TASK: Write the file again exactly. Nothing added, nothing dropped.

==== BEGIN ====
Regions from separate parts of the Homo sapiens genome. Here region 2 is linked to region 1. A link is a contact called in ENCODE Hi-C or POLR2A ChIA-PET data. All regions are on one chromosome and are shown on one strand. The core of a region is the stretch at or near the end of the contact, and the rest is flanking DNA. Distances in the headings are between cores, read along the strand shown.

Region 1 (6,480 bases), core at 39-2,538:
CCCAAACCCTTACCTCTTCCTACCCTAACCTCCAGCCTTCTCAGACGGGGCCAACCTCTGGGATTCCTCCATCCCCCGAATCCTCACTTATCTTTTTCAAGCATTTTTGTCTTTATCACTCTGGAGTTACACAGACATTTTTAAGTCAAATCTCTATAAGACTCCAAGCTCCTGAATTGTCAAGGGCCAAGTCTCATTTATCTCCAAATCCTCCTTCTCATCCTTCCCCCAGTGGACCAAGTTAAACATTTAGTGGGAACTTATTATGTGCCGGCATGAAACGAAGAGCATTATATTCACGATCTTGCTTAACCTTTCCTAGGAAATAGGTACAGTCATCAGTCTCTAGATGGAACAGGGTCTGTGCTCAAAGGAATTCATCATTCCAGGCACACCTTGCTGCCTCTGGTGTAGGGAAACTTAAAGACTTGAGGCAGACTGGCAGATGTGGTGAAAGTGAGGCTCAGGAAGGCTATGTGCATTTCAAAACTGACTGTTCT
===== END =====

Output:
Regions from separate parts of the Homo sapiens genome. Here region 2 is linked to region 1. A link is a contact called in ENCODE Hi-C or POLR2A ChIA-PET data. All regions are on one chromosome and are shown on one strand. The core of a region is the stretch at or near the end of the contact, and the rest is flanking DNA. Distances in the headings are between cores, read along the strand shown.

Region 1 (6,480 bases), core at 39-2,538:
CCCAAACCCTTACCTCTTCCTACCCTAACCTCCAGCCTTCTCAGACGGGGCCAACCTCTGGGATTCCTCCATCCCCCGAATCCTCACTTATCTTTTTCAAGCATTTTTGTCTTTATCACTCTGGAGTTACACAGACATTTTTAAGTCAAATCTCTATAAGACTCCAAGCTCCTGAATTGTCAAGGGCCAAGTCTCATTTATCTCCAAATCCTCCTTCTCATCCTTCCCCCAGTGGACCAAGTTAAACATTTAGTGGGAACTTATTATGTGCCGGCATGAAACGAAGAGCATTATATTCACGATCTTGCTTAACCTTTCCTAGGAAATAGGTACAGTCATCAGTCTCTAGATGGAACAGGGTCTGTGCTCAAAGGAATTCATCATTCCAGGCACACCTTGCTGCCTCTGGTGTAGGGAAACTTAAAGACTTGAGGCAGACTGGCAGATGTGGTGAAAGTGAGGCTCAGGAAGGCTATGTGCATTTCAAAACTGACTGTTCT